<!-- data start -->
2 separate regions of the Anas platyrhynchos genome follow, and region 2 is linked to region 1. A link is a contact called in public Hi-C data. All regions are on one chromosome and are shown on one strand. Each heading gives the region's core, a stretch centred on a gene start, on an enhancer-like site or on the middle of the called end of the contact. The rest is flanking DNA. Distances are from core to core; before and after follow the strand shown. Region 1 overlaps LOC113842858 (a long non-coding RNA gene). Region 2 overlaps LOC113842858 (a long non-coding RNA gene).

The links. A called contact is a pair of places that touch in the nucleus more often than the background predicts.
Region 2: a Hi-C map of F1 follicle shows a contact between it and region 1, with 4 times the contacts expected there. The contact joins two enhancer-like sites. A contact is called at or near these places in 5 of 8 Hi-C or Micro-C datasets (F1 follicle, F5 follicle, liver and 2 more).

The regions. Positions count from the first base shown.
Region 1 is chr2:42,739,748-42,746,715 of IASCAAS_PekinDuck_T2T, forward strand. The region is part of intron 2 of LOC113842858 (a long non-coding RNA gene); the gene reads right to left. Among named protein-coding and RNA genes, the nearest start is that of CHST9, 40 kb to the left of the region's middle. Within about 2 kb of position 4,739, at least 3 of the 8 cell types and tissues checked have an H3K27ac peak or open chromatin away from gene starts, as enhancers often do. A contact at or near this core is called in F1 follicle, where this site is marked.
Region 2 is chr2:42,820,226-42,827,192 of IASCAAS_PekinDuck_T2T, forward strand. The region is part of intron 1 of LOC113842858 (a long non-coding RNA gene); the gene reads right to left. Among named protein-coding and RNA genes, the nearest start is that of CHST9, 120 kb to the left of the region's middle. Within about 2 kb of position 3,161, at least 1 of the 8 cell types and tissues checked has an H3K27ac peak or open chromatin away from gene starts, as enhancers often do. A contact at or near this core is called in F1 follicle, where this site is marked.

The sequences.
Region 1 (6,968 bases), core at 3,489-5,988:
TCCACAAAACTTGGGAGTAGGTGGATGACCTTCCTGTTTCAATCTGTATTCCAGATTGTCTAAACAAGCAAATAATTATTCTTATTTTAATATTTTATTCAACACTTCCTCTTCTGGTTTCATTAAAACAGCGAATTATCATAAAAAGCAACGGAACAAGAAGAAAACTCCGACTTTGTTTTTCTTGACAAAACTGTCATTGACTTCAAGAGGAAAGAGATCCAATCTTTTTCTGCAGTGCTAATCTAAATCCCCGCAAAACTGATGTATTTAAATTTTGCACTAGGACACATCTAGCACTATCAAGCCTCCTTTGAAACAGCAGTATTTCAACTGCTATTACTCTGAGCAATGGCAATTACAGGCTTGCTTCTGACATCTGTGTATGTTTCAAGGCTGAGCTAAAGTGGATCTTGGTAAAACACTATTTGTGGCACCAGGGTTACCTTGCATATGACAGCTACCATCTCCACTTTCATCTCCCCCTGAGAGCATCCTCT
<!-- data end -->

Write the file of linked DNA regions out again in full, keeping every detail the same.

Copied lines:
2 separate regions of the Anas platyrhynchos genome follow, and region 2 is linked to region 1. A link is a contact called in public Hi-C data. All regions are on one chromosome and are shown on one strand. Each heading gives the region's core, a stretch centred on a gene start, on an enhancer-like site or on the middle of the called end of the contact. The rest is flanking DNA. Distances are from core to core; before and after follow the strand shown. Region 1 overlaps LOC113842858 (a long non-coding RNA gene). Region 2 overlaps LOC113842858 (a long non-coding RNA gene).

The links. A called contact is a pair of places that touch in the nucleus more often than the background predicts.
Region 2: a Hi-C map of F1 follicle shows a contact between it and region 1, with 4 times the contacts expected there. The contact joins two enhancer-like sites. A contact is called at or near these places in 5 of 8 Hi-C or Micro-C datasets (F1 follicle, F5 follicle, liver and 2 more).

The regions. Positions count from the first base shown.
Region 1 is chr2:42,739,748-42,746,715 of IASCAAS_PekinDuck_T2T, forward strand. The region is part of intron 2 of LOC113842858 (a long non-coding RNA gene); the gene reads right to left. Among named protein-coding and RNA genes, the nearest start is that of CHST9, 40 kb to the left of the region's middle. Within about 2 kb of position 4,739, at least 3 of the 8 cell types and tissues checked have an H3K27ac peak or open chromatin away from gene starts, as enhancers often do. A contact at or near this core is called in F1 follicle, where this site is marked.
Region 2 is chr2:42,820,226-42,827,192 of IASCAAS_PekinDuck_T2T, forward strand. The region is part of intron 1 of LOC113842858 (a long non-coding RNA gene); the gene reads right to left. Among named protein-coding and RNA genes, the nearest start is that of CHST9, 120 kb to the left of the region's middle. Within about 2 kb of position 3,161, at least 1 of the 8 cell types and tissues checked has an H3K27ac peak or open chromatin away from gene starts, as enhancers often do. A contact at or near this core is called in F1 follicle, where this site is marked.

The sequences.
Region 1 (6,968 bases), core at 3,489-5,988:
TCCACAAAACTTGGGAGTAGGTGGATGACCTTCCTGTTTCAATCTGTATTCCAGATTGTCTAAACAAGCAAATAATTATTCTTATTTTAATATTTTATTCAACACTTCCTCTTCTGGTTTCATTAAAACAGCGAATTATCATAAAAAGCAACGGAACAAGAAGAAAACTCCGACTTTGTTTTTCTTGACAAAACTGTCATTGACTTCAAGAGGAAAGAGATCCAATCTTTTTCTGCAGTGCTAATCTAAATCCCCGCAAAACTGATGTATTTAAATTTTGCACTAGGACACATCTAGCACTATCAAGCCTCCTTTGAAACAGCAGTATTTCAACTGCTATTACTCTGAGCAATGGCAATTACAGGCTTGCTTCTGACATCTGTGTATGTTTCAAGGCTGAGCTAAAGTGGATCTTGGTAAAACACTATTTGTGGCACCAGGGTTACCTTGCATATGACAGCTACCATCTCCACTTTCATCTCCCCCTGAGAGCATCCTCT